Mummified princess had heart disease
LONDON — An Egyptian princess who lived more than 3,500 years ago is the earliest known person to have had clogged arteries, dispelling the myth that heart disease is a product of modern society, a new study says.
To determine how common heart disease was in ancient Egypt, scientists performed computer scans on 52 mummies in Cairo and the United States. Among those that still had heart tissue, 44 had chunks of calcium stuck to their arteries, indicating clogging.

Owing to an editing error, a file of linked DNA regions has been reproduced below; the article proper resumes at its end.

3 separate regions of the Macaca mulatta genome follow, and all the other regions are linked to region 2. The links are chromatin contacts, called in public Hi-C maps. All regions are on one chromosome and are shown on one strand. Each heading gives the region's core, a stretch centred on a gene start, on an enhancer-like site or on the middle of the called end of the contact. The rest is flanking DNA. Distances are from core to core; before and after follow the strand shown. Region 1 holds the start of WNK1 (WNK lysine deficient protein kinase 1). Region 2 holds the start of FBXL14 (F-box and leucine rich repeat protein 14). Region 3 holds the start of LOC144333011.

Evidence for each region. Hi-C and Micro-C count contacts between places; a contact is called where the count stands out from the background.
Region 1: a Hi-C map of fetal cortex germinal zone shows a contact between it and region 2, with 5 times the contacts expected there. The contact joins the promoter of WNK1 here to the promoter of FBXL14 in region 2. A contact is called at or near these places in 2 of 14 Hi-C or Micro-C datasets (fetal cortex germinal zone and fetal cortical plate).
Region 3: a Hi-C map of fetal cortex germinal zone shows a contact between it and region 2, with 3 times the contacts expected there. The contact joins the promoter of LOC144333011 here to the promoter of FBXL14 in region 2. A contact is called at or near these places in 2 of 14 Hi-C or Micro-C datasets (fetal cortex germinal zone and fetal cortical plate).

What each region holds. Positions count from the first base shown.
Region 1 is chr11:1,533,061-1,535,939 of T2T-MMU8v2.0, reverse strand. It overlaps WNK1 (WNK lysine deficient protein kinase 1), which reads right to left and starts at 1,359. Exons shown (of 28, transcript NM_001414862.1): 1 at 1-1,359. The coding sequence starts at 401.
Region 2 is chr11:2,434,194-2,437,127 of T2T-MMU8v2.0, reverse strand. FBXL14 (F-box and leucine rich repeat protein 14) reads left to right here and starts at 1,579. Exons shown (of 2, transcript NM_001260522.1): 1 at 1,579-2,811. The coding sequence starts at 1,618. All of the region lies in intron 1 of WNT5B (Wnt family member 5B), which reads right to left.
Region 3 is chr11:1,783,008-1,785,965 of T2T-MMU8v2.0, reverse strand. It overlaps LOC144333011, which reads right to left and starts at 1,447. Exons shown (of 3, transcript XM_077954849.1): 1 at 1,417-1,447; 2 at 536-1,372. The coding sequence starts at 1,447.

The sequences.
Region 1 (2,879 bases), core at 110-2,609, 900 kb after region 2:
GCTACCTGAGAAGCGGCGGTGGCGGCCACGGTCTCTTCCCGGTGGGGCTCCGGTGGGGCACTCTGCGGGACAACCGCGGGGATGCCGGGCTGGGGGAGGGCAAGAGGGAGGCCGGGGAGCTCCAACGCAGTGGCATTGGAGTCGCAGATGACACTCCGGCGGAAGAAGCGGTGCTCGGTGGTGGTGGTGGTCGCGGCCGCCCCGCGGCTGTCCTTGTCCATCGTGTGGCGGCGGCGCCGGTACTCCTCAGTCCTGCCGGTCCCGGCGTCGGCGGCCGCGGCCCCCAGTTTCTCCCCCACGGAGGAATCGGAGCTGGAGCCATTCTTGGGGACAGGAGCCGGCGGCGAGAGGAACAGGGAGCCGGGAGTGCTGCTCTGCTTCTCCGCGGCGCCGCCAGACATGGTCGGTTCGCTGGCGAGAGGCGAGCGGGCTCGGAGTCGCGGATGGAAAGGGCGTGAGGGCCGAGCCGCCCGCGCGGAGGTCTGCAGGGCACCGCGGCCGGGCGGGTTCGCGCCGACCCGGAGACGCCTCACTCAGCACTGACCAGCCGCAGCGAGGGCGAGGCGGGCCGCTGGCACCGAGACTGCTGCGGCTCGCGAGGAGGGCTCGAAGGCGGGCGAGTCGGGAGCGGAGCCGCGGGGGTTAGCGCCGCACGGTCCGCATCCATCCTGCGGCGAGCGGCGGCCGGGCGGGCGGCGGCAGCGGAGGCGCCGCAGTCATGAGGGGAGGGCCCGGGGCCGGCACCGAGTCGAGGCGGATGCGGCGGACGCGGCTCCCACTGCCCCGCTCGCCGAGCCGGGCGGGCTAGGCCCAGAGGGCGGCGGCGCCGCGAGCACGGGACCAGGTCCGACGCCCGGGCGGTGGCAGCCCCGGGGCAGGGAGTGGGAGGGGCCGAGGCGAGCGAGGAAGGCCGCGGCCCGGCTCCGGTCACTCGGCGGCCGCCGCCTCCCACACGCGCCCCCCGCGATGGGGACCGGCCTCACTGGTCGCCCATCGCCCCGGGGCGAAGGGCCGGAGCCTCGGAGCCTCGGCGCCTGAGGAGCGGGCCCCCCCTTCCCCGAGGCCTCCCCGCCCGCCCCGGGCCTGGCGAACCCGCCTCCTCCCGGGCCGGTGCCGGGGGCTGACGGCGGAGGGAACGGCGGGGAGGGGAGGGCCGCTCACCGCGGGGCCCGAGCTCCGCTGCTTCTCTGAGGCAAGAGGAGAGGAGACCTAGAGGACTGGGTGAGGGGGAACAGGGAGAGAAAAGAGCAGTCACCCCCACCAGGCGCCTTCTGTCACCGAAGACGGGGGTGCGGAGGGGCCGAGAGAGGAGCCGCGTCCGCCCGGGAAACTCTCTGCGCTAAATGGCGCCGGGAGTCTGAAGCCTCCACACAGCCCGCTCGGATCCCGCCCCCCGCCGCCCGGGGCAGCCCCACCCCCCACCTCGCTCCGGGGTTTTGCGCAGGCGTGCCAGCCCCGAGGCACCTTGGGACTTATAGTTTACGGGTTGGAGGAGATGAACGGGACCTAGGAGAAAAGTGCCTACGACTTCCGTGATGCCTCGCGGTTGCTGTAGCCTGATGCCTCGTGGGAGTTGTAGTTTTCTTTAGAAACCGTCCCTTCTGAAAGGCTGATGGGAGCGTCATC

“Atherosclerosis clearly existed more than 3,000 years ago,’’ said Adel Allam, a cardiology professor at Al Azhar University in Cairo, who led the study with Gregory Thomas, director of nuclear cardiology education at the University of California in Irvine. “We cannot blame this disease on modern civilization.’’
The research was presented yesterday at a conference on heart imaging in Amsterdam.
Allam and colleagues found that the Egyptian princess Ahmose-Meryet-Amon, who lived in Thebes (now Luxor) between 1540 and 1550 BC, had calcium deposits in two main coronary arteries, making her the oldest mummy found with heart disease.
Allam doubted she would have received much treatment beyond maybe taking special herbs or honey. “If she were my patient today, she would get open heart surgery,’’ he said.